JavaScript ES6 Tutorial: A complete crash course on modern JS

Amanda Fawcett
Jan 30, 2020
editor-page-cover

In June 2015, there was a significant update to JavaScript, ushering in tons of new features including arrow functions, class destruction, and template strings, and more. Over the past years, these features continue to be updated to make your work with JS easier. We don’t want you to be left behind with old ES5 code, so today let’s walk you through the most important updates to JavaScript since 2015 with an introduction on how to use each feature.

Here is what we will cover today:

  • Part 1: Overview of JavaScript Updates

  • Part 2: The Most Important ES6 Updates

  • Part 3: The Most Important ES2016 Updates

  • Part 4: The Most Important ES2017 Updates

  • Part 5: The Most Important ES2018 Updates

  • Part 6: The Most Important ES2019 Updates

Want to get started learning with hands-on practice? Check out The Complete Guide to Modern JavaScript.


Part 1: Overview of JavaScript Updates

JavaScript (JS) is a lightweight, object-oriented, interpreted programming language. In 1996, Netscape submitted JS to ECMA International to be standardized, which lead to a new version of the language called ECMAScript. It took nearly 15 years for ECMAScript to see major changes, and since then, it has been updated regularly. Let’s briefly outline the history of ECMAScript updates over the past decade.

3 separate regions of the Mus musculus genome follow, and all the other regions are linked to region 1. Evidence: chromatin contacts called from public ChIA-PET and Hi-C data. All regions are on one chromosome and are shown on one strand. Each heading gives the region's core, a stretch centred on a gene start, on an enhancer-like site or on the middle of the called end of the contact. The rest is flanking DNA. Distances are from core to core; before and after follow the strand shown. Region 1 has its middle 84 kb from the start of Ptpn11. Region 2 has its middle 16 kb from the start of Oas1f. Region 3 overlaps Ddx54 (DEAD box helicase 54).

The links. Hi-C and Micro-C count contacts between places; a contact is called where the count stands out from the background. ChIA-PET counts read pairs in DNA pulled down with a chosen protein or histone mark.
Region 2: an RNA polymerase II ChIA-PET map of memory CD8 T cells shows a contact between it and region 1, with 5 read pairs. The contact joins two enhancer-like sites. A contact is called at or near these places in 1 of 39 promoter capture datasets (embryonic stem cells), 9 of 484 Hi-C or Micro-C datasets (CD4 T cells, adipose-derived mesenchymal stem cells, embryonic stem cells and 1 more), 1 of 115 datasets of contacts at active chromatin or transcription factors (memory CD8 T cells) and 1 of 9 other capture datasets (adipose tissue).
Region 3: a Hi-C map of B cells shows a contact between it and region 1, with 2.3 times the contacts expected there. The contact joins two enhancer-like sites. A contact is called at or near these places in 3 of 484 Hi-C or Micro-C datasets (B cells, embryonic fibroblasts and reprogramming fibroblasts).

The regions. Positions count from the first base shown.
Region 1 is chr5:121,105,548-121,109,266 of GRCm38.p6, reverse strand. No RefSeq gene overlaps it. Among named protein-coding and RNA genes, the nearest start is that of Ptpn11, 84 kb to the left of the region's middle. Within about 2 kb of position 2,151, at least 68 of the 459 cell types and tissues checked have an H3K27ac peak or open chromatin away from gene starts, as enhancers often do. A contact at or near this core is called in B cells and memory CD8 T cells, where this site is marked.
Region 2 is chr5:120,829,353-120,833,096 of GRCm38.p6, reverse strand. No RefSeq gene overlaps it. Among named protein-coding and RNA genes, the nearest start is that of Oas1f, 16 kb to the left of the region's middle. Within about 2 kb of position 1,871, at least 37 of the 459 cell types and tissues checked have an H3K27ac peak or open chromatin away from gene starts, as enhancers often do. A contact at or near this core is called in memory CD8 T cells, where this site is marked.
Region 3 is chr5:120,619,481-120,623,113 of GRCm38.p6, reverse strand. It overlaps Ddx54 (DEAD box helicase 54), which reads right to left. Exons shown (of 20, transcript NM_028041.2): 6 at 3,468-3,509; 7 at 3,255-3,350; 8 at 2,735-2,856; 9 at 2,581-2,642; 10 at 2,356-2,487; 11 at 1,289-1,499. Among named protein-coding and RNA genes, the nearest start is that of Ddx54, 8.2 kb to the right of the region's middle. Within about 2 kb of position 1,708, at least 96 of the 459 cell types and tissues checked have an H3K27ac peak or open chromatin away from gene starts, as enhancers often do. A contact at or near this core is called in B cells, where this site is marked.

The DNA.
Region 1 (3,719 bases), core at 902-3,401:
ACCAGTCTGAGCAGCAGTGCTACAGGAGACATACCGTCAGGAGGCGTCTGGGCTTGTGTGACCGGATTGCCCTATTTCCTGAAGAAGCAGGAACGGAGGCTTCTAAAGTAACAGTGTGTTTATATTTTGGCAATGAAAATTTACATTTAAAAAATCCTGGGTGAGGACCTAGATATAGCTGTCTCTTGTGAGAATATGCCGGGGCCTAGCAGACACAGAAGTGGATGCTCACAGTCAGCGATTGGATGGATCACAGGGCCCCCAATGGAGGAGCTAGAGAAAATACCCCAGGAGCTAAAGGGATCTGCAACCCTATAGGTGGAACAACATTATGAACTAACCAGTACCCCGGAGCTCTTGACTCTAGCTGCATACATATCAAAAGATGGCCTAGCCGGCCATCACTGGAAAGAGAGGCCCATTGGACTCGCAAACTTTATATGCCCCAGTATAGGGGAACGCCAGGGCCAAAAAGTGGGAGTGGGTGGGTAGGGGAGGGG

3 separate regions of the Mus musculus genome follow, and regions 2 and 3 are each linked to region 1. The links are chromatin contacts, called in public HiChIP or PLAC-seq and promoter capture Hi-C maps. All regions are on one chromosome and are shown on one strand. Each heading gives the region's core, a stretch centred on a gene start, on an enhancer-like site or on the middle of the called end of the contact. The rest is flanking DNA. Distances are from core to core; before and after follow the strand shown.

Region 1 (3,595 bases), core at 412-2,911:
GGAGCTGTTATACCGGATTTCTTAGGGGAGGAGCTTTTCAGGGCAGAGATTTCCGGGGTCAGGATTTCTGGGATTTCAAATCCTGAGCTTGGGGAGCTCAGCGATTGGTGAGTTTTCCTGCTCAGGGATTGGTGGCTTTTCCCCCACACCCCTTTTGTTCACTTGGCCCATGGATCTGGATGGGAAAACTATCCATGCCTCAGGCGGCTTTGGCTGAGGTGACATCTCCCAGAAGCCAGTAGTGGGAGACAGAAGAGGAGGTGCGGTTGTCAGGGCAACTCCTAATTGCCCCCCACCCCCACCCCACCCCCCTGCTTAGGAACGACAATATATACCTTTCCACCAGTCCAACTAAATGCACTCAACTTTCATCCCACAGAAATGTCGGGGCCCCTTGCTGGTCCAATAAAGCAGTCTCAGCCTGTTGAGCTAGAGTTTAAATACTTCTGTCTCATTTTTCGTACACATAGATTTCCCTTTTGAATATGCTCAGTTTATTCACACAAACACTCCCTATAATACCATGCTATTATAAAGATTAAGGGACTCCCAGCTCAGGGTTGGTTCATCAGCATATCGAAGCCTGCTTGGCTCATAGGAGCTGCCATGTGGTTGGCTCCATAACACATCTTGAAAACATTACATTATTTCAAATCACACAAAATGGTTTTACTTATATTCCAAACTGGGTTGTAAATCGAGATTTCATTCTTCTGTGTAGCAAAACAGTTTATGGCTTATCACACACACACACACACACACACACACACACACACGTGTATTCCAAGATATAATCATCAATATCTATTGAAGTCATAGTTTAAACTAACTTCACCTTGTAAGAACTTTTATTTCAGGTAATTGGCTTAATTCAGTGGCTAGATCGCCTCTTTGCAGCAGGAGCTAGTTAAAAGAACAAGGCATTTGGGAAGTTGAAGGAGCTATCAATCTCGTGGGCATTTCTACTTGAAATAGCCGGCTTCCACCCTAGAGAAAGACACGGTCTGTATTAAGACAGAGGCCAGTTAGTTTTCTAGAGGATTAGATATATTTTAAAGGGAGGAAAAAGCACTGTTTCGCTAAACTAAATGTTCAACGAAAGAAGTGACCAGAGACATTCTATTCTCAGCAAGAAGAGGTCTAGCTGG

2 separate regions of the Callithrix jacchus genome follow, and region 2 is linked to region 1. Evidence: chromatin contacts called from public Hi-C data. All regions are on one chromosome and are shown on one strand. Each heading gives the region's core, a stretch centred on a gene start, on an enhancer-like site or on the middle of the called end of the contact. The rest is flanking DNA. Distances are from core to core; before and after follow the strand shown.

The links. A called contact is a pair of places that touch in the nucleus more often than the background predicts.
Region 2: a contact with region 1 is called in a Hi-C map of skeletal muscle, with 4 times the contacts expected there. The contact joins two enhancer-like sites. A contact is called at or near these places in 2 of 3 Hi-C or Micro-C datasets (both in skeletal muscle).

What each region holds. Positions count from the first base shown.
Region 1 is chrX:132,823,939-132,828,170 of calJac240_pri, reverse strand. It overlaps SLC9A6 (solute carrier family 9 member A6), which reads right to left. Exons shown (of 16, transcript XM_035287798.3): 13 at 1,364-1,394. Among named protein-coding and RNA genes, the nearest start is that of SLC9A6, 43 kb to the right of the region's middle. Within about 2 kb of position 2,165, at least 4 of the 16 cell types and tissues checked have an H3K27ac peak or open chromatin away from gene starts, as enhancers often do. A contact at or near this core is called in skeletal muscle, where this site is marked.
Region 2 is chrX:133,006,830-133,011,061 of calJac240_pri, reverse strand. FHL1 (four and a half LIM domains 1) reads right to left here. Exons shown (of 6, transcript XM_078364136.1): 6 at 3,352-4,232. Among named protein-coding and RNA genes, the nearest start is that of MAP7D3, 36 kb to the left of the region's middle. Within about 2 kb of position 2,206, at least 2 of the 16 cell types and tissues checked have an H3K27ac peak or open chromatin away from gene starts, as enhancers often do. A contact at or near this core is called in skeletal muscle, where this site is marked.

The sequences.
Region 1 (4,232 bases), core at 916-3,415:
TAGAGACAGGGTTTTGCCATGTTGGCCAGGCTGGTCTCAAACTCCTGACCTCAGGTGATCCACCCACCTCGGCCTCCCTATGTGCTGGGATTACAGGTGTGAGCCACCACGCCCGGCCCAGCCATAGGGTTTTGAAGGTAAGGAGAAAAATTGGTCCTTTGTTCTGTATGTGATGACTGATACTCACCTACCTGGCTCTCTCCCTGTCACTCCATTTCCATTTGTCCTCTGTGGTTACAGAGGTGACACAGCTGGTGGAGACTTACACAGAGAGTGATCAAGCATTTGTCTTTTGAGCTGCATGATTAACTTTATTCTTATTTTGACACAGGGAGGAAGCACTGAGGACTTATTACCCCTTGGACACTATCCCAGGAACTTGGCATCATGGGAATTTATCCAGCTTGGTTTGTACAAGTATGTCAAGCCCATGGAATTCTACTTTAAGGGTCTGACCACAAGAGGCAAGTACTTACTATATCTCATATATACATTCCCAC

ECMAScript 2

The first standardized version of ECMAScript was released in 1997. ECMAScript 2 followed a year later, bringing minor changes to modernize the language with ISO standards.

ECMAScript 3

ECMAScript 3 was released in 1999 and ushered in many new popular features, including expression, try/catch exception handling, and more. After ECMAScript 3, no changes were made to the official standard for many years.

ECMAScript 4

ECMAScript 4 was proposed as a significant upgrade in the mid-2000s. There was some controversy over these updates, and ES4 was scrapped.

ECMAScript 5

ECMAScript 5 (ES5) came along in 2009 with subtle changes to ES3 so that JavaScript could be supported in all browsers. The desire for a more robust update began around 2012 when there was a stronger push to abandon support for Internet Explorer.

ECMAScript 6

The next big update occurred in 2015 when ECMAScript 6 (ES6) or ECMAScript 2015 (ES2015) was officially released. ES6 features modernized JavaScript.

And beyond

There have been four more updates since that time: ECMAScript 2016, 2017, 2018, and 2019. The name ES.Next is given to the upcoming version, which is still in revision and proposal. You can learn more about it here.

In general, ECMAScript is the title used to refer to the formal standardized language, while JS is used when programmers discuss the language in practice.

Now that you have a sense of the evolving history of JavaScript, let’s jump right into the changes and additions we have seen over the years since 2015.


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Part 2: The Most Important ES6 Updates

Block-Scoped Let and Const

ES6 introduced the keywords let and const that enable us to declare variables much easier. Previously, variables declared with var are function scoped, so if we declare them inside a for loop they will be available outside of the loop.